IsraPundit

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News and views on Israel, Zionism and the war on terrorism.

March 07, 2003

Reader Jennifer asks in a comment to this post:
What to you constitutes antisemitism?? I'm really not being silly... I guess let me sort of try to explain. To me there are degrees of antisemitism, or any other form of bigotry or prejudice... for instance, to me obvious antisemitism would be painting swastikas on the Israeli flag... or defacing or destroying a Synagogue... Then you have other things that aren't so obvious.... maybe even things that could go either way... For instance, there are some who insist that even criticizing policies of the Israeli government and/or military constitutes antisemitism/antijewish sentiment... Me, I don't agree... but as a Jew do you see it that way?

There are degrees of antisemitism, and there are degrees to which it manifests itself in people’s actions. Jennifer is talking about its manifestations, and that is what counts in real life. In the Western world there is no thought police, (not yet, anyway), so no one can tell a person that they are not allowed to dislike Jews, or Blacks, or anyone else. But they are not allowed to discriminate against them. What counts is the actions, not the thoughts or the feelings. But often it is also important to understand the real motives behind people’s actions, especially when their actions can be interpreted either way.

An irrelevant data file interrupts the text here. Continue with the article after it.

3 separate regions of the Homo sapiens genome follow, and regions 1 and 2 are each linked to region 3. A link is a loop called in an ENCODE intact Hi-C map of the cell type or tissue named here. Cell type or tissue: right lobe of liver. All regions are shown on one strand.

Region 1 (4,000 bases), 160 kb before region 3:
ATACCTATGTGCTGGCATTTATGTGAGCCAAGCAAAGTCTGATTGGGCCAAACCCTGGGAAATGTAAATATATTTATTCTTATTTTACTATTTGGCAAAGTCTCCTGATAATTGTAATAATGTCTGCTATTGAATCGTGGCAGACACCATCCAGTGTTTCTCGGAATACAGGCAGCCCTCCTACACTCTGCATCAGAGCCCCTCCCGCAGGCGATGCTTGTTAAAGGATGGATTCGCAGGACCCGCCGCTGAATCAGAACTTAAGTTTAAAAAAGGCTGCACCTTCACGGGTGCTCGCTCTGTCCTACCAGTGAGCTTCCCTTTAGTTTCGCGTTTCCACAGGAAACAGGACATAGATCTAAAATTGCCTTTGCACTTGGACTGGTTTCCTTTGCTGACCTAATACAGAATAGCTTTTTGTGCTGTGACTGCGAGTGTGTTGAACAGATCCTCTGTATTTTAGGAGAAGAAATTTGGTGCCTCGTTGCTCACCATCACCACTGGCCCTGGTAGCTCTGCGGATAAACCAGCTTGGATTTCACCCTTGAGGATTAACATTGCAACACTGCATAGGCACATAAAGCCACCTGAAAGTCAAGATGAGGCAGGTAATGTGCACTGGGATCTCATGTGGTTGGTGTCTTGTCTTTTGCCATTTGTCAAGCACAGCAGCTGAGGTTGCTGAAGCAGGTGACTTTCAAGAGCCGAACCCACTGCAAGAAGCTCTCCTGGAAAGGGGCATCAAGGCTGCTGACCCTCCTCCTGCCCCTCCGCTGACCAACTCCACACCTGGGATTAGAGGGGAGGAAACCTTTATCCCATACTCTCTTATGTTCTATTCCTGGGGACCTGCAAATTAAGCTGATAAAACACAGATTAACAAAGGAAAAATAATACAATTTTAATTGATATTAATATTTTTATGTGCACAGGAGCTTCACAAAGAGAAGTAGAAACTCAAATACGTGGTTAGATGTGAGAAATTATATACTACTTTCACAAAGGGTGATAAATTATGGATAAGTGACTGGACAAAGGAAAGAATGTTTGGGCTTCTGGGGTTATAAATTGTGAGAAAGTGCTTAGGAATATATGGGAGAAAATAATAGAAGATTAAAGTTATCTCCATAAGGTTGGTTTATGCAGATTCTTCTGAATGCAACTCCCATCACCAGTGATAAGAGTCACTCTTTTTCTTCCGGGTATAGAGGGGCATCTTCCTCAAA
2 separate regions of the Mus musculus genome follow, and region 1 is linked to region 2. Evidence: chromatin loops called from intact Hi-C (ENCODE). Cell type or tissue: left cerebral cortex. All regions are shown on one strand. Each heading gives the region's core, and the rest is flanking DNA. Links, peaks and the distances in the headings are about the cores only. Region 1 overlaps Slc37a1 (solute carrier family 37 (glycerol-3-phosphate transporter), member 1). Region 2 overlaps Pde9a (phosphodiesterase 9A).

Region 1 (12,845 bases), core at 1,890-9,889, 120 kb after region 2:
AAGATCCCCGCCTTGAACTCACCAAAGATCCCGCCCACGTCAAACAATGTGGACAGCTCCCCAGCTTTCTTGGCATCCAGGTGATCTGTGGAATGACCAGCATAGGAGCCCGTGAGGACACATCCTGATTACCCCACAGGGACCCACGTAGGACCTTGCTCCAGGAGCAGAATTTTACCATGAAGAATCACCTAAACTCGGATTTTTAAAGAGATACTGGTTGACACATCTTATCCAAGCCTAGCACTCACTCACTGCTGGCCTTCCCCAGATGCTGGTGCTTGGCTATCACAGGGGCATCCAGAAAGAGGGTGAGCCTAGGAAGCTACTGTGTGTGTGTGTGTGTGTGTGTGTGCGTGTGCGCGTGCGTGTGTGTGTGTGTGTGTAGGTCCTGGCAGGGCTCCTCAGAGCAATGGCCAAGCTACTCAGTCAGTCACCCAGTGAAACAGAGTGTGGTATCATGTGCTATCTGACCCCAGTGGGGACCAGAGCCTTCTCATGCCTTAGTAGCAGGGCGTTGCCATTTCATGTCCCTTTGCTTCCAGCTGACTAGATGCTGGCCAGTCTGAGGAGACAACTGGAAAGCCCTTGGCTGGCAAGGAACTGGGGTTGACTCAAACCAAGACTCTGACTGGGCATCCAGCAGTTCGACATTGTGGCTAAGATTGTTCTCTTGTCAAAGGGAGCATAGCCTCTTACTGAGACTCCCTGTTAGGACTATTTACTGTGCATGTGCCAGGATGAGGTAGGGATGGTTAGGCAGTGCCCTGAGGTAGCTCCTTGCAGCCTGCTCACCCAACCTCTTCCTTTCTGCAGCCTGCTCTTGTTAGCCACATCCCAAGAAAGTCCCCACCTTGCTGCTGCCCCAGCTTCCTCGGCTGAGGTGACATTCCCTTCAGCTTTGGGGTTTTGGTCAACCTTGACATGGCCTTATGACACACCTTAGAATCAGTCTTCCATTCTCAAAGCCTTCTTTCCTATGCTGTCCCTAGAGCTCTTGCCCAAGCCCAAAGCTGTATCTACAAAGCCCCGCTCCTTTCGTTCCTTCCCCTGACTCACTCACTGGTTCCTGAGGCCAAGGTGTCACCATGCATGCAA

If we leave out the obvious manifestations of antisemitism, like painting swastikas on Jewish graves, or burning synagogues, we are left with actions that can be interpreted either way. In those cases the logical and fair thing to do is to give a person all the benefit of a doubt. Just as someone might not hire a black person for reasons other than their race, someone may criticize Israel’s policy toward the Palestinians, for example, and it does not automatically mean that they are antisemitic.

However, if an employer chooses a white candidate who is obviously less qualified than a black one, and the white candidate is not his relative or friend, one has to wonder. If a representative of a European country, in fact most representatives of most European countries, (not to mention those of most European media and academia, and the Vatican) are constantly citing Israel for human rights violations, while constantly ignoring far more severe human rights violations by Israel’s neighbors (not to mention those committed by their own countries), one has to wonder as well.

Furthermore, if something like that happens once, or twice, one might still wonder whether it might be a coincidence.
When it happens over and over and over again, even while not taking into account the long history of antisemitism in Europe, isn’t it time to stop wondering?